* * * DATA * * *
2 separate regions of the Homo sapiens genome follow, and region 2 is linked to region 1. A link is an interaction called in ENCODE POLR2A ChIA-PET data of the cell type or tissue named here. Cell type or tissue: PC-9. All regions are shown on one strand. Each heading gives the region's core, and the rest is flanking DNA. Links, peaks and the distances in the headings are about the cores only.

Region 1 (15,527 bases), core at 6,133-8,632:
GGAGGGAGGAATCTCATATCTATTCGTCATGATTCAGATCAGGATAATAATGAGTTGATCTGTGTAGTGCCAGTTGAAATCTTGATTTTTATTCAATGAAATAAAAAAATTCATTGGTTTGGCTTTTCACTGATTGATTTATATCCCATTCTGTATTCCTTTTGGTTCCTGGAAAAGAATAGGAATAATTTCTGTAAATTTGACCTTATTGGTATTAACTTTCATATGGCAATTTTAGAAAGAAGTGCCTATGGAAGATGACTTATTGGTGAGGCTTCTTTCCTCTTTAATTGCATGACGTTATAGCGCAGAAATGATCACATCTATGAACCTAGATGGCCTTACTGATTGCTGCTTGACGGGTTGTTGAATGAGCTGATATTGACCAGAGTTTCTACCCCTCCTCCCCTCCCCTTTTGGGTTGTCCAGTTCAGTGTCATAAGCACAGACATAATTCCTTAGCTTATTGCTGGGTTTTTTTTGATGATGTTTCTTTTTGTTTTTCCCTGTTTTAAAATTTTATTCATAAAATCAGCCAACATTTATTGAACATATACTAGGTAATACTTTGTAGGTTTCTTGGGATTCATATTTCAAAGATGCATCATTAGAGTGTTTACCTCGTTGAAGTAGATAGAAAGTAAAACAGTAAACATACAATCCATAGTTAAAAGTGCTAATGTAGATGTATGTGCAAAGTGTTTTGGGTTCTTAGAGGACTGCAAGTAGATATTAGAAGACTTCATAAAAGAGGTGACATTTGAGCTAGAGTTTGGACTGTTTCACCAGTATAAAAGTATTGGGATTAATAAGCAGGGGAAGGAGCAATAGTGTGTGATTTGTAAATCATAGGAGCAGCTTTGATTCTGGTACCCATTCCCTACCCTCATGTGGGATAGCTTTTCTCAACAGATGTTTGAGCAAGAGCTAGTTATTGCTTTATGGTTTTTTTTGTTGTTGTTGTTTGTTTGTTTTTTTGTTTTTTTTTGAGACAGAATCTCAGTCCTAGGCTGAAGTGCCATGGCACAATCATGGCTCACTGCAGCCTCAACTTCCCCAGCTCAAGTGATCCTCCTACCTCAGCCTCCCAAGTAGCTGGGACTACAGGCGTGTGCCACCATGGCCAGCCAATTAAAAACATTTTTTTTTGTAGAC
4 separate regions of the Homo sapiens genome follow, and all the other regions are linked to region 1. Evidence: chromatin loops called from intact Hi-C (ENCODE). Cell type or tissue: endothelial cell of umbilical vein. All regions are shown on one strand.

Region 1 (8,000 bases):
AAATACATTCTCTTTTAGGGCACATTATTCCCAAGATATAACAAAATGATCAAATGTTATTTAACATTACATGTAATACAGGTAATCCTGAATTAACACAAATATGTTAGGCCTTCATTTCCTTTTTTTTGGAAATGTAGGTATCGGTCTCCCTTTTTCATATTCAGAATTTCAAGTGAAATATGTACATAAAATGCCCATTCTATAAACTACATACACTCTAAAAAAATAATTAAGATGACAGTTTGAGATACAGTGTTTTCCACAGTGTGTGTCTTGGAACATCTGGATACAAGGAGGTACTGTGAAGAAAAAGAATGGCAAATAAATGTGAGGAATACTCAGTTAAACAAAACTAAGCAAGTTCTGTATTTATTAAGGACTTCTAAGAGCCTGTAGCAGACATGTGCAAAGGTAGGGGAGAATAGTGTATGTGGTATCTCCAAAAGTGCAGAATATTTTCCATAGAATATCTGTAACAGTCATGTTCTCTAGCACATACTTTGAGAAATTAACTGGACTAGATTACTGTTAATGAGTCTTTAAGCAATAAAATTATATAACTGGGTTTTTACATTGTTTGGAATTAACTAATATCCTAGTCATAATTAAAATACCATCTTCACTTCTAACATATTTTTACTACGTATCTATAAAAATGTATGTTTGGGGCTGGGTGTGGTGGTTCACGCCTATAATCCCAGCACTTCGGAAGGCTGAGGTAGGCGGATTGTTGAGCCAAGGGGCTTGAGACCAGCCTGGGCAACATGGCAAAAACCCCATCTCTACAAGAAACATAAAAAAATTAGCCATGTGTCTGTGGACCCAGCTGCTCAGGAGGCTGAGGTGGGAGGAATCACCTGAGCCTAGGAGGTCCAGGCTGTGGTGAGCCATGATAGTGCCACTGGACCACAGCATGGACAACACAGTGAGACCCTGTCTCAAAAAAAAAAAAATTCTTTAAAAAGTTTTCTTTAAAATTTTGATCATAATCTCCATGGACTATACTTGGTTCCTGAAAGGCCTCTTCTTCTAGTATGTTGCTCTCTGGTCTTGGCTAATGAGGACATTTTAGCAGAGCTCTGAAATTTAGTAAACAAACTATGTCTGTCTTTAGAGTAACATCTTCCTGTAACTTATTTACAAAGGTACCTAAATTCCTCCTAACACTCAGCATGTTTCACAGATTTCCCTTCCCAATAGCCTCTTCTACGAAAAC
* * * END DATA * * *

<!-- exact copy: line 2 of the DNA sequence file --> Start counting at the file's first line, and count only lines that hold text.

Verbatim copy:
Region 1 (15,527 bases), core at 6,133-8,632: